Ravens Camp Report: Day 14

August, 11, 2014
Aug 11
OWINGS MILLS, Md. -- A daily review of the hot topics coming out of Baltimore Ravens training camp:
  • The play of the day came from an unlikely source. Backup linebacker John Simon made a leaping one-handed interception toward the end of practice. Simon, a 2013 fourth-round pick, is known for his toughness but he often struggles to make plays in space.
  • Biggest rule for all rookies: Don't tick off the owner. Wide receiver Michael Campanaro almost did that Monday, when his parents parked in owner Steve Bisciotti's parking spot (which stands out because his initials "SB" are on it). Security had to get Campanaro to point out his parents in the crowd so the vehicle could be removed before Bisciotti arrived for practice.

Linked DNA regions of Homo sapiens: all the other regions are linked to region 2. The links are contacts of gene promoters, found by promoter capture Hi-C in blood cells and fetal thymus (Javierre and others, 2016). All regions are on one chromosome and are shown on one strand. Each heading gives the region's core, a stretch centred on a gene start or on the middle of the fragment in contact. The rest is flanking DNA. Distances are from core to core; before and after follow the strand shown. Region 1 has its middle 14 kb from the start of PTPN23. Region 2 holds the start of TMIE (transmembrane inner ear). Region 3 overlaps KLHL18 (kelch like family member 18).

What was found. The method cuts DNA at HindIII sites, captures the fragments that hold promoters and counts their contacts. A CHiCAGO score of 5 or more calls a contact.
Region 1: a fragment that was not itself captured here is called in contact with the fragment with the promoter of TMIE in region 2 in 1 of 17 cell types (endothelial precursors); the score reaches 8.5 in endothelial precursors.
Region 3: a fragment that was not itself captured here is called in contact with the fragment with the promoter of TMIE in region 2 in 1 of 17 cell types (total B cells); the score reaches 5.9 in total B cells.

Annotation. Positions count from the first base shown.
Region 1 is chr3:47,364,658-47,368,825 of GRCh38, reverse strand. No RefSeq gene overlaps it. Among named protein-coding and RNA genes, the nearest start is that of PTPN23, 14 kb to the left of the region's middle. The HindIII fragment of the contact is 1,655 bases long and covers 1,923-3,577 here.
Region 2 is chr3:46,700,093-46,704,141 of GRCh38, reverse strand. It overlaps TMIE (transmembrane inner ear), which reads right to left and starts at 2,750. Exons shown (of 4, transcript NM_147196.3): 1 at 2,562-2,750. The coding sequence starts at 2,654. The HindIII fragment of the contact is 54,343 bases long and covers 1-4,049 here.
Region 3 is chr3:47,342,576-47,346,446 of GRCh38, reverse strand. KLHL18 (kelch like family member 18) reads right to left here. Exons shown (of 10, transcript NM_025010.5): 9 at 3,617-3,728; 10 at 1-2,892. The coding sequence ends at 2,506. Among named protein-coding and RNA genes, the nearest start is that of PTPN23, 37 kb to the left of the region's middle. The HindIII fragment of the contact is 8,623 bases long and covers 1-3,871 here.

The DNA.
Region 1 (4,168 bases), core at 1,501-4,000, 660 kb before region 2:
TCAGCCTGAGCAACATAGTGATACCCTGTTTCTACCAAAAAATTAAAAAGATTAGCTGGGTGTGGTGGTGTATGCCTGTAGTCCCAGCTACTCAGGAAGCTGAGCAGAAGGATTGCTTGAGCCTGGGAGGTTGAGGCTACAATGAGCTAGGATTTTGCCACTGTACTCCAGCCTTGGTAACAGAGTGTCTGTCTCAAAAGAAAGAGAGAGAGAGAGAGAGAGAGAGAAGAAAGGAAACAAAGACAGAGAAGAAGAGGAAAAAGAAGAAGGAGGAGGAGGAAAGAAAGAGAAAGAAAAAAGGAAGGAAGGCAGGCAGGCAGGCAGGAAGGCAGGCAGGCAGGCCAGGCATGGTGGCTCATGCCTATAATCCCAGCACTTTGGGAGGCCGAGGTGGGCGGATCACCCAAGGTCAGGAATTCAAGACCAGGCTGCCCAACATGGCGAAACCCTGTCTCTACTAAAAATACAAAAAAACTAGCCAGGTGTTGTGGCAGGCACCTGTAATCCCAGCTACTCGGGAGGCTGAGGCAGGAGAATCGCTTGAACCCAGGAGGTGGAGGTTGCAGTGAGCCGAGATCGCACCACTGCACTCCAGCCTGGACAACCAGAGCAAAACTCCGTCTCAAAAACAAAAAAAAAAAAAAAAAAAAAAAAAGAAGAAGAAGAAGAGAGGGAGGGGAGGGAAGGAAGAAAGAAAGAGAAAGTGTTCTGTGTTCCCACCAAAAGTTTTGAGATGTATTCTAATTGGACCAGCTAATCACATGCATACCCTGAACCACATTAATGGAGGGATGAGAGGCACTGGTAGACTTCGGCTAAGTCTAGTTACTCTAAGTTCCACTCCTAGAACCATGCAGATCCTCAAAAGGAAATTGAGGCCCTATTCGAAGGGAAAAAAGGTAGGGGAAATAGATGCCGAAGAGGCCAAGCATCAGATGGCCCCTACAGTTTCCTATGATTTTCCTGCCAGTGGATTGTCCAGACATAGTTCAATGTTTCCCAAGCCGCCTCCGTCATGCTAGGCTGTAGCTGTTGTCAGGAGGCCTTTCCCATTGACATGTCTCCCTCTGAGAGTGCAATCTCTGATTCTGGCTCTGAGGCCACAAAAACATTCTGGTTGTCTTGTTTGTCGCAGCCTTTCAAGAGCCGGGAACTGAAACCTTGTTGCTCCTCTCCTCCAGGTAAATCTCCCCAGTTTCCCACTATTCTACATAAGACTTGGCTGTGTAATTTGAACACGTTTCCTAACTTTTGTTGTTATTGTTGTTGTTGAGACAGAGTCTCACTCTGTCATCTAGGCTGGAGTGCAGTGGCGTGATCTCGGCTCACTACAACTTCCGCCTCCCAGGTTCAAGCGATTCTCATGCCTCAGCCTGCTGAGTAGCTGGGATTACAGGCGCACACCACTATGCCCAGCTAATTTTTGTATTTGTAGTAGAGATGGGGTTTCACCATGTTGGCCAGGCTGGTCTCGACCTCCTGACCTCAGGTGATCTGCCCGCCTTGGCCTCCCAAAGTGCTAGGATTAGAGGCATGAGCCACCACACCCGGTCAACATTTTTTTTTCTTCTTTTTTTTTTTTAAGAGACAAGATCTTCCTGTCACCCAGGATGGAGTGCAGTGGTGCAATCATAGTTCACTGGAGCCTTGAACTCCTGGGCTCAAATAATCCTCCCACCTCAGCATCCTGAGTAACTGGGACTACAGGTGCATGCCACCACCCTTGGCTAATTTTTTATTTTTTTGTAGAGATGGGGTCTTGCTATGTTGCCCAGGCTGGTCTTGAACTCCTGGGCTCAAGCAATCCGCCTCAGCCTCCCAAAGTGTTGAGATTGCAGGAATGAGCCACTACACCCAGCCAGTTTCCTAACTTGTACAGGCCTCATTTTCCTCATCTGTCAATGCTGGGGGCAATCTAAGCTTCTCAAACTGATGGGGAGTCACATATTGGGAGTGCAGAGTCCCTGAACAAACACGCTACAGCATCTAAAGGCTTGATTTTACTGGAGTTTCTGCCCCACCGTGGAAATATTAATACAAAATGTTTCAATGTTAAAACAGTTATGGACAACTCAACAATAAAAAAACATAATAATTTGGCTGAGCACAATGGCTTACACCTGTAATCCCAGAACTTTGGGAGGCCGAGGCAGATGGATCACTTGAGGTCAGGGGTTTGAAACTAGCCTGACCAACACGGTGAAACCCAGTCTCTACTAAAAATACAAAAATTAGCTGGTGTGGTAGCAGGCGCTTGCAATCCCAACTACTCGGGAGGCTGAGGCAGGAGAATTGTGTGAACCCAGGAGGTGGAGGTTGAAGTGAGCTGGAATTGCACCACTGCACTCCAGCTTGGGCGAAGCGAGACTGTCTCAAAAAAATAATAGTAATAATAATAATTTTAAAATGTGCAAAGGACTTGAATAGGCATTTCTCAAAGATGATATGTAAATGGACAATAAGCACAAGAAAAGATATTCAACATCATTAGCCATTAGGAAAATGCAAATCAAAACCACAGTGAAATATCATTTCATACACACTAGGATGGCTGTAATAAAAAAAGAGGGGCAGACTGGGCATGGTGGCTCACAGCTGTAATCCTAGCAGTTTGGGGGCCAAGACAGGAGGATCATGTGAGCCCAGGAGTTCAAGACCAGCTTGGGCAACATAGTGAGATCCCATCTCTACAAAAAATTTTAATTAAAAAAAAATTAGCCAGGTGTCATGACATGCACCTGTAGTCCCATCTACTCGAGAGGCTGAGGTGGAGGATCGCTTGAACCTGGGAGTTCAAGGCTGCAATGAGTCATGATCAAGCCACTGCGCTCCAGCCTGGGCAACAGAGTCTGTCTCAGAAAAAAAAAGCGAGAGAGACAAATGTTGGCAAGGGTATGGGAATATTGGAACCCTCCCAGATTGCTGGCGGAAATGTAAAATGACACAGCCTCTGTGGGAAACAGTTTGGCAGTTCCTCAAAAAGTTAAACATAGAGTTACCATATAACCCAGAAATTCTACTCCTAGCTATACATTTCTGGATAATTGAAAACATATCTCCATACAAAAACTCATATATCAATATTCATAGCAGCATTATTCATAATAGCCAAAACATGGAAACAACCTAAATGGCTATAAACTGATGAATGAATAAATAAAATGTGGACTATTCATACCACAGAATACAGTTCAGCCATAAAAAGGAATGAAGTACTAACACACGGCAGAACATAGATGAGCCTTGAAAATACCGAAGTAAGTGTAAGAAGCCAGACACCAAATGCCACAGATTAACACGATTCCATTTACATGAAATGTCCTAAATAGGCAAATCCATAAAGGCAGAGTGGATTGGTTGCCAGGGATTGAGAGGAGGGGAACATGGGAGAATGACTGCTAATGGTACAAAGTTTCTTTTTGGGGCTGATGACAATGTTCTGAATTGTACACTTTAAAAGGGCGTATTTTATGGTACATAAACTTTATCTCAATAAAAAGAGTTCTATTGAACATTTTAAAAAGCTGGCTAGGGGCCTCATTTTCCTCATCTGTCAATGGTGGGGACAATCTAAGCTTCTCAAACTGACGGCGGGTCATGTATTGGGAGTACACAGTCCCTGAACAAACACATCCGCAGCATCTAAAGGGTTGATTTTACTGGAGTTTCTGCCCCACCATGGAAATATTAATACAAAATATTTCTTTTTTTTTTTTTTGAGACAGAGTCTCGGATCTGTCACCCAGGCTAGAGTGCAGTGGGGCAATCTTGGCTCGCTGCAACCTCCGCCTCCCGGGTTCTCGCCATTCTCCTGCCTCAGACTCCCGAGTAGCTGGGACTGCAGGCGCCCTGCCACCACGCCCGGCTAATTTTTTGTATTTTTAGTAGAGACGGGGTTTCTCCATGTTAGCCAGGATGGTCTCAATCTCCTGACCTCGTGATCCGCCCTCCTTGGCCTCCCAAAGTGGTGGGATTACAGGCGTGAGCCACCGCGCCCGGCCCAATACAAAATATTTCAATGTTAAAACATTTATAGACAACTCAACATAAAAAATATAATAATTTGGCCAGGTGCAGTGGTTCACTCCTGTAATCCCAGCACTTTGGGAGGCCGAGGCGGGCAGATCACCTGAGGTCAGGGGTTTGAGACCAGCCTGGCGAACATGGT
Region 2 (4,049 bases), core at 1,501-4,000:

• With both backup defensive ends out for the season, DeAngelo Tyson took over that spot and made a nice play in his new role. Tyson leapt up and authoritatively knocked down a pass with both hands.
  • It was surprising to see wide receiver Torrey Smith fielding punts. Smith brings explosive speed and sure hands to that role. But it's a risk to expose the team's best deep threat to getting injured on special teams. Smith also has virtually no experience in covering punts. He returned one punt in college and has never fielded a punt in three NFL seasons.
  • Rookie third-round pick Terrence Brooks is getting a lot of reps in practice. He worked at nickel back with the first-team defense and moved back to free safety with the second team.
  • The Ravens and 49ers ended their three days of joint practices with a non-contact workout. This came after two days of padded practices for the teams.
  • Schedule: The Ravens are off Tuesday. They hold practices Wednesday and Thursday before wrapping up training camp Friday.